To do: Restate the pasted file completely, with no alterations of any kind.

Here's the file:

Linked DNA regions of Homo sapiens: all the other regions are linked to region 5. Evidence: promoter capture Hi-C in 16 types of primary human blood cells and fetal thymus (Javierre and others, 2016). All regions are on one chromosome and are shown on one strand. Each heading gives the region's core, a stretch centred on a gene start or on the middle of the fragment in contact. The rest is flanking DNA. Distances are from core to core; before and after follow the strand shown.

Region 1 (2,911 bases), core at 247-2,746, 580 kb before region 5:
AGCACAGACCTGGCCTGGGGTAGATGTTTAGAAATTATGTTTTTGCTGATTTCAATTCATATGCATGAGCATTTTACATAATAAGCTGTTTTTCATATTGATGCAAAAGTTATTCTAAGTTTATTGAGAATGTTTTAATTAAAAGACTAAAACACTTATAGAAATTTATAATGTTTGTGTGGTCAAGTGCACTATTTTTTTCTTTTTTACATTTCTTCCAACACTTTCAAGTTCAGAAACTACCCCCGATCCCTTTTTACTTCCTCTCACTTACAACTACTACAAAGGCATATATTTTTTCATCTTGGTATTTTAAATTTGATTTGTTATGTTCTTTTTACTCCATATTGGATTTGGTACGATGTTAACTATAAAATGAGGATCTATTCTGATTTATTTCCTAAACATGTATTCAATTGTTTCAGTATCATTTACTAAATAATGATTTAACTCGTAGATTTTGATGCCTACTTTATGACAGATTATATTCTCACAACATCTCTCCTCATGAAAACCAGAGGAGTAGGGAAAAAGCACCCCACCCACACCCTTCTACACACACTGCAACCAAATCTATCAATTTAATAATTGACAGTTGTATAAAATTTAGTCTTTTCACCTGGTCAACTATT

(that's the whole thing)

Linked DNA regions of Homo sapiens: all the other regions are linked to region 5. Evidence: promoter capture Hi-C in 16 types of primary human blood cells and fetal thymus (Javierre and others, 2016). All regions are on one chromosome and are shown on one strand. Each heading gives the region's core, a stretch centred on a gene start or on the middle of the fragment in contact. The rest is flanking DNA. Distances are from core to core; before and after follow the strand shown.

Region 1 (2,911 bases), core at 247-2,746, 580 kb before region 5:
AGCACAGACCTGGCCTGGGGTAGATGTTTAGAAATTATGTTTTTGCTGATTTCAATTCATATGCATGAGCATTTTACATAATAAGCTGTTTTTCATATTGATGCAAAAGTTATTCTAAGTTTATTGAGAATGTTTTAATTAAAAGACTAAAACACTTATAGAAATTTATAATGTTTGTGTGGTCAAGTGCACTATTTTTTTCTTTTTTACATTTCTTCCAACACTTTCAAGTTCAGAAACTACCCCCGATCCCTTTTTACTTCCTCTCACTTACAACTACTACAAAGGCATATATTTTTTCATCTTGGTATTTTAAATTTGATTTGTTATGTTCTTTTTACTCCATATTGGATTTGGTACGATGTTAACTATAAAATGAGGATCTATTCTGATTTATTTCCTAAACATGTATTCAATTGTTTCAGTATCATTTACTAAATAATGATTTAACTCGTAGATTTTGATGCCTACTTTATGACAGATTATATTCTCACAACATCTCTCCTCATGAAAACCAGAGGAGTAGGGAAAAAGCACCCCACCCACACCCTTCTACACACACTGCAACCAAATCTATCAATTTAATAATTGACAGTTGTATAAAATTTAGTCTTTTCACCTGGTCAACTATT